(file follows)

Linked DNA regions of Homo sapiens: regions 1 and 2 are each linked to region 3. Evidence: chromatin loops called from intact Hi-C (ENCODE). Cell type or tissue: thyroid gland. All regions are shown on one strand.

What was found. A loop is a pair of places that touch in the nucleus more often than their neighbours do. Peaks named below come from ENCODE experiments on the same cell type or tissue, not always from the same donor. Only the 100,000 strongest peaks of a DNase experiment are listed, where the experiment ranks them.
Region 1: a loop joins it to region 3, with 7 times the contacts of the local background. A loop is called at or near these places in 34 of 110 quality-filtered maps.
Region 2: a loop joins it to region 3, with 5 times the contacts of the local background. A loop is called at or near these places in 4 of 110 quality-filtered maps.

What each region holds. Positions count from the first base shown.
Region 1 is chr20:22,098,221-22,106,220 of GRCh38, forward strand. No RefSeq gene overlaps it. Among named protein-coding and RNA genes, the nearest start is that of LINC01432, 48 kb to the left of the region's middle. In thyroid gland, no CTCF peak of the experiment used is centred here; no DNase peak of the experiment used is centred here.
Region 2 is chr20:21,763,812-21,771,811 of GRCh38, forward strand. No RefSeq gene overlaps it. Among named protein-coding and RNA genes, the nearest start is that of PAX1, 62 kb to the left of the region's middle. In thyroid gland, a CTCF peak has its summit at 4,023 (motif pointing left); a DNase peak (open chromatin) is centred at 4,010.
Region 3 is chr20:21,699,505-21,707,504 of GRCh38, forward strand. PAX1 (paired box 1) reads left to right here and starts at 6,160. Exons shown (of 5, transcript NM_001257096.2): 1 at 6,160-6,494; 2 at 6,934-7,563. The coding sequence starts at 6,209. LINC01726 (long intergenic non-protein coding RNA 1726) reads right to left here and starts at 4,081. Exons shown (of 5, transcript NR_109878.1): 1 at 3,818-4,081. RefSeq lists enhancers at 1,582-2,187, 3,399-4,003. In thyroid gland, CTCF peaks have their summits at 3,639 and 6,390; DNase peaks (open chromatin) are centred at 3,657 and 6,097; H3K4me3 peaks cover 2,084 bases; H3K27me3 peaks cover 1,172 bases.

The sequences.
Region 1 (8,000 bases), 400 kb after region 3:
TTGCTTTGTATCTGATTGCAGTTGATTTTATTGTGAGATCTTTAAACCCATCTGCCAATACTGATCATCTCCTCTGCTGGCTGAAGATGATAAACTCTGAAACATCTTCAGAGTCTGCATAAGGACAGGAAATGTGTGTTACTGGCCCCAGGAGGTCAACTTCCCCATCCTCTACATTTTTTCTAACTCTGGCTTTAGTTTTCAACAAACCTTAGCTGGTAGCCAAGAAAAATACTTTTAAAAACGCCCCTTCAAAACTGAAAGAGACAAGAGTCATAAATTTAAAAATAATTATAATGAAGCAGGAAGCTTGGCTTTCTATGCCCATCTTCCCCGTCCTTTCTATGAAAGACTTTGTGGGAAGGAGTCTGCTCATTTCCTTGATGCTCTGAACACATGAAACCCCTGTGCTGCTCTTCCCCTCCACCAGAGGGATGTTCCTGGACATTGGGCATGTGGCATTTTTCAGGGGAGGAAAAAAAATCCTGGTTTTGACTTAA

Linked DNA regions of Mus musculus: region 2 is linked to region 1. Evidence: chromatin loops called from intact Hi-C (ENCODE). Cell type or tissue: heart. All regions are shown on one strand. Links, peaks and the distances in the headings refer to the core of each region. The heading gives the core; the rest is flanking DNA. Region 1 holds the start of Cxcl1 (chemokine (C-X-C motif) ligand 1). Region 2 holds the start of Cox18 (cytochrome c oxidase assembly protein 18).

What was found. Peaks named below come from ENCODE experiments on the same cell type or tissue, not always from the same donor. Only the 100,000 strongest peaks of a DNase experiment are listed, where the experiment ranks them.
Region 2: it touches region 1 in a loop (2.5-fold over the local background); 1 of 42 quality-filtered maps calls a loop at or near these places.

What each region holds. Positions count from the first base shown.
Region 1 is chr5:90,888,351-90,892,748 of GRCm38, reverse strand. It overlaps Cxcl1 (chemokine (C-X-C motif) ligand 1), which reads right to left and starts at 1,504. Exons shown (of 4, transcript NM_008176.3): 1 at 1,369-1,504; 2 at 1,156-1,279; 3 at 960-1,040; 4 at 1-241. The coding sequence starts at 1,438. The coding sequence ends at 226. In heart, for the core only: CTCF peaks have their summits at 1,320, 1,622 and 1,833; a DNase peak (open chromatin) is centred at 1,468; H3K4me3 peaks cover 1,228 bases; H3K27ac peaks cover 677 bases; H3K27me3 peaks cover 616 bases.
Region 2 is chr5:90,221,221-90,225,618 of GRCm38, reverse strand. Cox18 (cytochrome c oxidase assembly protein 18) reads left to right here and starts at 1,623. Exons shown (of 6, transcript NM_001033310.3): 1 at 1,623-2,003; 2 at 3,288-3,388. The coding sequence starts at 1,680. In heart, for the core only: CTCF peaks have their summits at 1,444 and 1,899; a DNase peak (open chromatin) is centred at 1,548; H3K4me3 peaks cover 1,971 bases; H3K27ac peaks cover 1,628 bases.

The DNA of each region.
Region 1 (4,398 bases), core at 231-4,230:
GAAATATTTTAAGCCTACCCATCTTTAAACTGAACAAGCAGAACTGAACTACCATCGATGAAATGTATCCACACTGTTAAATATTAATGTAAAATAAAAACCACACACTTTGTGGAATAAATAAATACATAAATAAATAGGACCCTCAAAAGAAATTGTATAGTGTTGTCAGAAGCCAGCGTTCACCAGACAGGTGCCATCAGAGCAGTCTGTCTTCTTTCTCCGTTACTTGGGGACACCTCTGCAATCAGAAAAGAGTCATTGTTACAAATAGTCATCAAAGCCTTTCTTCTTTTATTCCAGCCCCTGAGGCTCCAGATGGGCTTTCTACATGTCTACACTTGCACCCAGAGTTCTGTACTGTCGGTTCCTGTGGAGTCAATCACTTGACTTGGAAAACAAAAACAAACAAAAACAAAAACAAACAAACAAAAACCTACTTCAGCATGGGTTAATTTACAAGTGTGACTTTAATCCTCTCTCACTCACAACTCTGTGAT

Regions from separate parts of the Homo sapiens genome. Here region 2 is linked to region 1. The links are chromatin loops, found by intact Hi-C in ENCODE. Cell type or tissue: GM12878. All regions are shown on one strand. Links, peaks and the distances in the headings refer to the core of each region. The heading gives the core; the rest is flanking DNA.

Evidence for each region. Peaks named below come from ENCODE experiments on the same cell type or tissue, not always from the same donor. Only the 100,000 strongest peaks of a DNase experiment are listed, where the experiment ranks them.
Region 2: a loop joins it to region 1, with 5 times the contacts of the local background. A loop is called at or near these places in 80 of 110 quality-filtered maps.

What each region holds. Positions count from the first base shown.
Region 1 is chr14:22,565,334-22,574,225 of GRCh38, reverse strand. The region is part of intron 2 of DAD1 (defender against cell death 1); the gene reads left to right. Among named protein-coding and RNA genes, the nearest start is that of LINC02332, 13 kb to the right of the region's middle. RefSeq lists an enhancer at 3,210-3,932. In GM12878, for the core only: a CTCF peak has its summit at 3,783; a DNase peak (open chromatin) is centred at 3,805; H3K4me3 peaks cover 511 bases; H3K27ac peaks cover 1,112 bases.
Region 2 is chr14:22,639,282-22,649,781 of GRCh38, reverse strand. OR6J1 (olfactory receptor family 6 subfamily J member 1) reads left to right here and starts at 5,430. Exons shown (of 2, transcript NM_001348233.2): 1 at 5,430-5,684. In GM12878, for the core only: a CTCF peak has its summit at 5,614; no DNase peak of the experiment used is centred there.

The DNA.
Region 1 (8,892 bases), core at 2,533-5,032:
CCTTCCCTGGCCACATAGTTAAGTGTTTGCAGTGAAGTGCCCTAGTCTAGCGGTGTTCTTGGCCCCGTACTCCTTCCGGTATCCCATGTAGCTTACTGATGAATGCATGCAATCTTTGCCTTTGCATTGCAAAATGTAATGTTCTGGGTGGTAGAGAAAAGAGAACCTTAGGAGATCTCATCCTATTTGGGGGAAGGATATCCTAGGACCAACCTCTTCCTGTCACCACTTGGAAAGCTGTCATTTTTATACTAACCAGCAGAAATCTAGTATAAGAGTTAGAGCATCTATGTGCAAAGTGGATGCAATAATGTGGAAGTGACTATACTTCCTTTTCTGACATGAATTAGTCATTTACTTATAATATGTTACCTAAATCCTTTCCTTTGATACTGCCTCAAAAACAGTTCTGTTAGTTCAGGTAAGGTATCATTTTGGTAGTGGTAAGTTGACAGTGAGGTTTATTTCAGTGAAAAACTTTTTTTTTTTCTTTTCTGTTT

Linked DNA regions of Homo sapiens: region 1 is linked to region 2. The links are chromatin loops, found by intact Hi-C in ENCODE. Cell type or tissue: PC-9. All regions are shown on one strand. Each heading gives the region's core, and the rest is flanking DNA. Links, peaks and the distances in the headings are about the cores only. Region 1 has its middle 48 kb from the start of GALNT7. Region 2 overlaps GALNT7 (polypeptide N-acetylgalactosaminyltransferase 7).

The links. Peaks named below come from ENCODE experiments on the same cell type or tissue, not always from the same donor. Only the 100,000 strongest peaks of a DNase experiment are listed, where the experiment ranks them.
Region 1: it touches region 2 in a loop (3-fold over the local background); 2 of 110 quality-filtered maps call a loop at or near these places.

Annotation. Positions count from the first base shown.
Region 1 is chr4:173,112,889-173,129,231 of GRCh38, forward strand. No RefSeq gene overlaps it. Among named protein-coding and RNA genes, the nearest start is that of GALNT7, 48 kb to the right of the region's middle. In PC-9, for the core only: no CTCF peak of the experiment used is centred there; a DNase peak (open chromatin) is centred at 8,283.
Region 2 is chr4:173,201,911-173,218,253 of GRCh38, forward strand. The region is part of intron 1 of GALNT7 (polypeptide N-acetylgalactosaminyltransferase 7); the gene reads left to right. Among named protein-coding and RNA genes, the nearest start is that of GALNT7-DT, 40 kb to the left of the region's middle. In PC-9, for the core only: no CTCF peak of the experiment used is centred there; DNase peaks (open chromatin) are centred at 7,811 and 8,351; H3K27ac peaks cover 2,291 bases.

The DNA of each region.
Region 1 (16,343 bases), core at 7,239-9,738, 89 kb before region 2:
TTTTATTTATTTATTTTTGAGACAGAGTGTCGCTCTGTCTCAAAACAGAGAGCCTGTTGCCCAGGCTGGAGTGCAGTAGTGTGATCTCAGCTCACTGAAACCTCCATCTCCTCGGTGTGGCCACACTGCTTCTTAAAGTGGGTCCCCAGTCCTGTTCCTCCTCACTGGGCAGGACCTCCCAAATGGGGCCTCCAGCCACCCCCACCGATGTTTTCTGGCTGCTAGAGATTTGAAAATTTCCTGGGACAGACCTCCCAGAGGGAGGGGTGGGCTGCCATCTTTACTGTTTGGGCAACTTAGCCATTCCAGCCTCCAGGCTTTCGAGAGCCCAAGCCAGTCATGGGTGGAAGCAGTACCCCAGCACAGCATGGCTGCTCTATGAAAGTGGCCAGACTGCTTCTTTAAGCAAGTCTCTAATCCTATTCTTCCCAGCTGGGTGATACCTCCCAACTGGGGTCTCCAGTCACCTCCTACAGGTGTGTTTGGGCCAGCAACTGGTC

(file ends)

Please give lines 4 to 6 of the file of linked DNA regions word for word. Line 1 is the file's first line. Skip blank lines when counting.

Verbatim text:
Region 2: a loop joins it to region 3, with 5 times the contacts of the local background. A loop is called at or near these places in 4 of 110 quality-filtered maps.

What each region holds. Positions count from the first base shown.
Region 1 is chr20:22,098,221-22,106,220 of GRCh38, forward strand. No RefSeq gene overlaps it. Among named protein-coding and RNA genes, the nearest start is that of LINC01432, 48 kb to the left of the region's middle. In thyroid gland, no CTCF peak of the experiment used is centred here; no DNase peak of the experiment used is centred here.